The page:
MiFID II: implications for sell-side and buy-side
The second Markets in Financial Instruments Directive (MiFID II) came into force in January 2018 and could well be the biggest change in the capital markets since Big Bang in 1986.
Implications for the sell-side
For brokers, the impact of MiFID II will be negative and dramatic. Estimates as to how far research spending will change vary quite dramatically.
At the mild end of the spectrum, 53% of Portfolio Managers polled by Bloomberg expect a decline of 20-30% in payments for research. At the other end of the spectrum, Hardman & Co have suggested that payments for research could fall by as much as 75%.
If we assume a base case 45% reduction (following the price precedent of Big Bang 30 years ago, and somewhere between the best-case and worst-case scenarios) then the brokers can only really respond in one of two ways – either by losing 45% of their analysts or by paying them 45% less.
Anecdotal evidence would suggest that the brokers are actually doing both, already, and moving towards a business model built on fewer and cheaper analysts. No doubt the analysts who remain will be expected to cover more and more stocks and a further consequence will be a dramatic reduction in the volume of research produced per stock. By way of example, Panmure Gordon has recently revealed that it plans to reduce the number of stocks it covers.
Implications for the buy-side
The choice in how to pay for research suggested by MiFID II is tilted and perhaps deliberately so. The object is arguably to make the buy-side pay itself rather than pass the cost to the end customers. Establishing Research Payment Accounts will be a difficult exercise, in practice, as RPAs represent yet another layer of expense to the end customer.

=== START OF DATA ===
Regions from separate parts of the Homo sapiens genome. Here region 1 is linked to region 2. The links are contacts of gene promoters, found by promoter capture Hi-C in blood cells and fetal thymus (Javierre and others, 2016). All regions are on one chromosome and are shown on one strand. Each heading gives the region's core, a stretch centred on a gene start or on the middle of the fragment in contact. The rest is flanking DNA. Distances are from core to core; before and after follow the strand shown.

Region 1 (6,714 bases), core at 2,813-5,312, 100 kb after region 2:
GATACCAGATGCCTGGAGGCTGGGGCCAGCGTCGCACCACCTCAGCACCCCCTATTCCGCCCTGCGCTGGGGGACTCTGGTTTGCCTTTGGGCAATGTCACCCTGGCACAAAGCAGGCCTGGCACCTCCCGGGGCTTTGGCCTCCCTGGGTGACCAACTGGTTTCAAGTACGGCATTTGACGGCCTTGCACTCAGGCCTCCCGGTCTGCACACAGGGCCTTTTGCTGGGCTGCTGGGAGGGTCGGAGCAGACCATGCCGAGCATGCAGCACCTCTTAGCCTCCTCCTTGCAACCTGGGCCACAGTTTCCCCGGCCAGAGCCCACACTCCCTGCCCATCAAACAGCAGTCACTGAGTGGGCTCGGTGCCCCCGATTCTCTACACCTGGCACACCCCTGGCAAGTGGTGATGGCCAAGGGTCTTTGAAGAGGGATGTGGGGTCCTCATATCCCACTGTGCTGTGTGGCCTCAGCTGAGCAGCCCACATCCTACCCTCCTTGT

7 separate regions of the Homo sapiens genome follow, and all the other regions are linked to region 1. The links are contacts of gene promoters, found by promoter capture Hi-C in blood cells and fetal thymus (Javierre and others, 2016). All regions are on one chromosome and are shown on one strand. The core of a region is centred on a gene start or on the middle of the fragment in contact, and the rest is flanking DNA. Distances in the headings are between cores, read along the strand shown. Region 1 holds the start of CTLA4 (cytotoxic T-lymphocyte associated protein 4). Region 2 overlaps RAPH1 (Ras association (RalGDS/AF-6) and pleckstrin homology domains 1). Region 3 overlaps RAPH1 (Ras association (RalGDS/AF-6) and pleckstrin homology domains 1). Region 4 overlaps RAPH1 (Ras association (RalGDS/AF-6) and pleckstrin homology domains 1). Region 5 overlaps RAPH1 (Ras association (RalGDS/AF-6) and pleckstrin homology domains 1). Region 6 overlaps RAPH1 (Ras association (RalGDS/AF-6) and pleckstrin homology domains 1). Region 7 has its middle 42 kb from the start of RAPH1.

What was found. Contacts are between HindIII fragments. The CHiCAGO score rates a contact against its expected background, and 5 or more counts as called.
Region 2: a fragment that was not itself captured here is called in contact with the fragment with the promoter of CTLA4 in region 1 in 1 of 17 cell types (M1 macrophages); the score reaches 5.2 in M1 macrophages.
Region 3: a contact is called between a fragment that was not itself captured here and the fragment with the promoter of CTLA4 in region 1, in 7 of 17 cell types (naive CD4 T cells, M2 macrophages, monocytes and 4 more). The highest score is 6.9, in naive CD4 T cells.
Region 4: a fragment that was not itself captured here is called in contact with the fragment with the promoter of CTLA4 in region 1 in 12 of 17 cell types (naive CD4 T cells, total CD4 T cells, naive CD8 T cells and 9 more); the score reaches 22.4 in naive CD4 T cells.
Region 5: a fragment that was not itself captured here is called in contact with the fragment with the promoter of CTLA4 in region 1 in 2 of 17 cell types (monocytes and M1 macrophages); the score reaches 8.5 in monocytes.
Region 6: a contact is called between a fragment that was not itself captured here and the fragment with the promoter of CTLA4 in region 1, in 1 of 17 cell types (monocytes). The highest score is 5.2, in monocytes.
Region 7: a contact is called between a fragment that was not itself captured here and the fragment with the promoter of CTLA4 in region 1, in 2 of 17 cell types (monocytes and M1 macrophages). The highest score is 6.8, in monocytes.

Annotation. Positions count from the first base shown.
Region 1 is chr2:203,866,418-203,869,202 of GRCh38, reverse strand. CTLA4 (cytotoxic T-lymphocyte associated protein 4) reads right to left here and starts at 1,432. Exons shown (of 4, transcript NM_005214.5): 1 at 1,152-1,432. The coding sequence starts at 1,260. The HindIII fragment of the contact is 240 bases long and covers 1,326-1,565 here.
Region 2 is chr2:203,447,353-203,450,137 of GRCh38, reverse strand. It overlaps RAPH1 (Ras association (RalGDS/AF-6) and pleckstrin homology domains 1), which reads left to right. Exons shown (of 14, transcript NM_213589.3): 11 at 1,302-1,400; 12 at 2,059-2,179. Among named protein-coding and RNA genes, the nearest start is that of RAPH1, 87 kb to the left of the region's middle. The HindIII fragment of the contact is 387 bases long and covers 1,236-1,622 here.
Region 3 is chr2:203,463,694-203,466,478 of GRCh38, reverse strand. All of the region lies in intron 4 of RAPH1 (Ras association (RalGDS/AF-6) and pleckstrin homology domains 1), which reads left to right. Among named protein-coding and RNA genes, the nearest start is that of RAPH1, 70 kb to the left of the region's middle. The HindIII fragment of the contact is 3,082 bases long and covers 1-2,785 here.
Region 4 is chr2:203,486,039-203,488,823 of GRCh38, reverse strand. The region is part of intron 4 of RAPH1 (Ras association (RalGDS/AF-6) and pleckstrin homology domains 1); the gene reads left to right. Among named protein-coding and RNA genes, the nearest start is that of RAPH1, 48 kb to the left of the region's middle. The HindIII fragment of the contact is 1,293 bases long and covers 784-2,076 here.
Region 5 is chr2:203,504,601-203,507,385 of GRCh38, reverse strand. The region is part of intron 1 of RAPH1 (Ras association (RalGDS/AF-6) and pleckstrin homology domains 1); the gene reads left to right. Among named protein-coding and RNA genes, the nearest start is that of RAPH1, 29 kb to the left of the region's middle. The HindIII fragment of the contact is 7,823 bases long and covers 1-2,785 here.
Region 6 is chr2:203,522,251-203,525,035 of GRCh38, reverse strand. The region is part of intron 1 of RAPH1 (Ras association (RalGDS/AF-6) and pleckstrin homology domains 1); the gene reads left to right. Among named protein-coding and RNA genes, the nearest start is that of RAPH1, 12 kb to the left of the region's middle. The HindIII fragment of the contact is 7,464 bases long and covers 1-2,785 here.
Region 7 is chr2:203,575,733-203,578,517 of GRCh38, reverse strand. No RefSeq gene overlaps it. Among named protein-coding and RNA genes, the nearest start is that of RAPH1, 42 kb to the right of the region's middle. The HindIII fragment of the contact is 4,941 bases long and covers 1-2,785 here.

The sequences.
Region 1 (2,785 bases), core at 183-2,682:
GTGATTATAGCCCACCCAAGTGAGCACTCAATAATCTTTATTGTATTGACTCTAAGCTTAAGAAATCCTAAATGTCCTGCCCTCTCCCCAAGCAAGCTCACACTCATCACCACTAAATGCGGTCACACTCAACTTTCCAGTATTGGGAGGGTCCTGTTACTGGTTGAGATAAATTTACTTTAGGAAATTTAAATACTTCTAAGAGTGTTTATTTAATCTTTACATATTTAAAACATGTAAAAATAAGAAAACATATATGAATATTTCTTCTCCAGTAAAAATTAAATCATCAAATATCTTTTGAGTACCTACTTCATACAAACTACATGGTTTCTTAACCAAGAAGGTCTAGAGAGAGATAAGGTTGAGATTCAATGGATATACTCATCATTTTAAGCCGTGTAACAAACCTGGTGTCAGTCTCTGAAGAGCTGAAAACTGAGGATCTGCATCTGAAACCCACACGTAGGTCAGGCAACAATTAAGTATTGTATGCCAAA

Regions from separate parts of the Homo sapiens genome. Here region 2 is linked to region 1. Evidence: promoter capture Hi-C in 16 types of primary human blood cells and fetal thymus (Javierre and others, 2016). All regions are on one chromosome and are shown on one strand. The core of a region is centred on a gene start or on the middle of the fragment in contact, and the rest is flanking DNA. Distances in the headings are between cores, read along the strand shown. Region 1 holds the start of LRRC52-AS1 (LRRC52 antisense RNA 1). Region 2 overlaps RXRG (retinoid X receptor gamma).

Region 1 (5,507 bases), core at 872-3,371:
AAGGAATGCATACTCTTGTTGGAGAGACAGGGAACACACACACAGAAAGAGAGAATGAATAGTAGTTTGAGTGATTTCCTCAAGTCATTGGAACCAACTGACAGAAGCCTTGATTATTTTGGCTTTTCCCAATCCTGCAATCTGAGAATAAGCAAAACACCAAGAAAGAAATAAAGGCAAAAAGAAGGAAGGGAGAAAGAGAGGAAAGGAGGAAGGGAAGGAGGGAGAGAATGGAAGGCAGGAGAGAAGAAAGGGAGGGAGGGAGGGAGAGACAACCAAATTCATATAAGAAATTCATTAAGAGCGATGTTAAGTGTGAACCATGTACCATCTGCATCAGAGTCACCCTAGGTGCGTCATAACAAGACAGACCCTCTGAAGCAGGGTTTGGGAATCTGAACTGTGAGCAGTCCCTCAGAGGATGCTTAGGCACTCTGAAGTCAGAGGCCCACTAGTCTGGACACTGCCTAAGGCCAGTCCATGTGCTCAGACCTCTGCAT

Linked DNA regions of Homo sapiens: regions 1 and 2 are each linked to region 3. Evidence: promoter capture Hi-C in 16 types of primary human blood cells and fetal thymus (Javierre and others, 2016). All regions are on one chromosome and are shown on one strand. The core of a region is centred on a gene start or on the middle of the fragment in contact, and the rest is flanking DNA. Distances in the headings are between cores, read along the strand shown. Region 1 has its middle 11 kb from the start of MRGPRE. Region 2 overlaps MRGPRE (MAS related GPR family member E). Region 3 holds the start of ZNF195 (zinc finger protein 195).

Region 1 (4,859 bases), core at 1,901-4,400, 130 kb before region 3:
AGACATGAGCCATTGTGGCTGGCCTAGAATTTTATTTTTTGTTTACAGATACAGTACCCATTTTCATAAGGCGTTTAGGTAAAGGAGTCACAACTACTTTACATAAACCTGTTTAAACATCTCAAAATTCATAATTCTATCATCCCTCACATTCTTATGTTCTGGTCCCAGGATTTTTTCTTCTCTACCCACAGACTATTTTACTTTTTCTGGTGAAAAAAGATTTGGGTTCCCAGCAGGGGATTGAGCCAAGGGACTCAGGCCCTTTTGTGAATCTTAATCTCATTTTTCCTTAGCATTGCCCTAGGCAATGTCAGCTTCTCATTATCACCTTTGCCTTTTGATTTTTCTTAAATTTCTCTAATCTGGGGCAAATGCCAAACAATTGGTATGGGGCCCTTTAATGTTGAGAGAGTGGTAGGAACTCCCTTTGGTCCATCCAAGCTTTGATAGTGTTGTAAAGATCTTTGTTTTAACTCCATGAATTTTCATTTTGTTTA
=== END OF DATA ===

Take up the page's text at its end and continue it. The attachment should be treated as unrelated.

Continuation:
There is a moral argument, moreover. As Edison has put it memorably, “Few industries have the luxury of using their clients’ money to buy the main raw material (research) in their industrial process.” Certain investors seem to agree. Neil Woodford, for example, has suggested that it is wrong to bill customers for broker notes as researching companies is more properly his job.
For both reasons, prudential and moral, most fund managers are likely to elect to pay for investment research from their own P&L accounts.
Most fund managers are likely to elect to pay for investment research from their own P&L accounts.
Most fund managers who have expressed an opinion – such as Jupiter, M&G and Woodford – have been quick to make a virtue of their approach in assuming the cost of research themselves. In the words of Martin Slendebroek, Jupiter CEO, “Now I can look clients in the eye when they ask me: ‘What else do you charge to our funds?’ The answer on research will be zero.”
Research spend: a race to the bottom?
The Jupiter example is illuminating in other ways too. Slendebroek expects the cost of research this year to reach £5m, compared with assets under management of £40bn; in other words, research spend will represent a mere 1.25 bps of cost in comparison with AUM and this sets the bar alarmingly low for the rest of the industry.
Most estimates put the size of assets under management worldwide at around $70trn and the total annual budget for analyst research, according to BCA, is $16bn; worldwide, this represents a full 2.3 basis points of cost. If the rest of the world were to follow Jupiter, then the annual budget for research would be reduced from $16bn to $9bn – a reduction of 45%.
Estimates as to how far research spending will change vary dramatically but they are all negative.
Estimates as to how far research spending will change vary dramatically but they are all negative. With so much less commission to go round, the number of brokers which the average fund manager deals with will have to be cut; Amundi has already halved the number of external research providers it uses over the last 10 years.
The buy-side customers are effectively putting their sell-side suppliers out of business. And in the absence of free and abundant research from the sell-side, the buy-siders will also have to build up their own in-house research teams.
A final, and perhaps unintended, consequence of MifID II could therefore be a more concentrated buy-side as well as a more concentrated sell-side. Baillie Gifford, Jupiter, M&G and Woodford are all electing proudly to pay for research from their own P&L accounts.
This is an option for the bigger institutional investors who can afford to employ an army of their own analysts. But it will not be an option for the smaller institutional investors many of whom may fall by the wayside. It will be ironic if a directive intended to protect end investors has the ultimate effect of reducing choice in the market.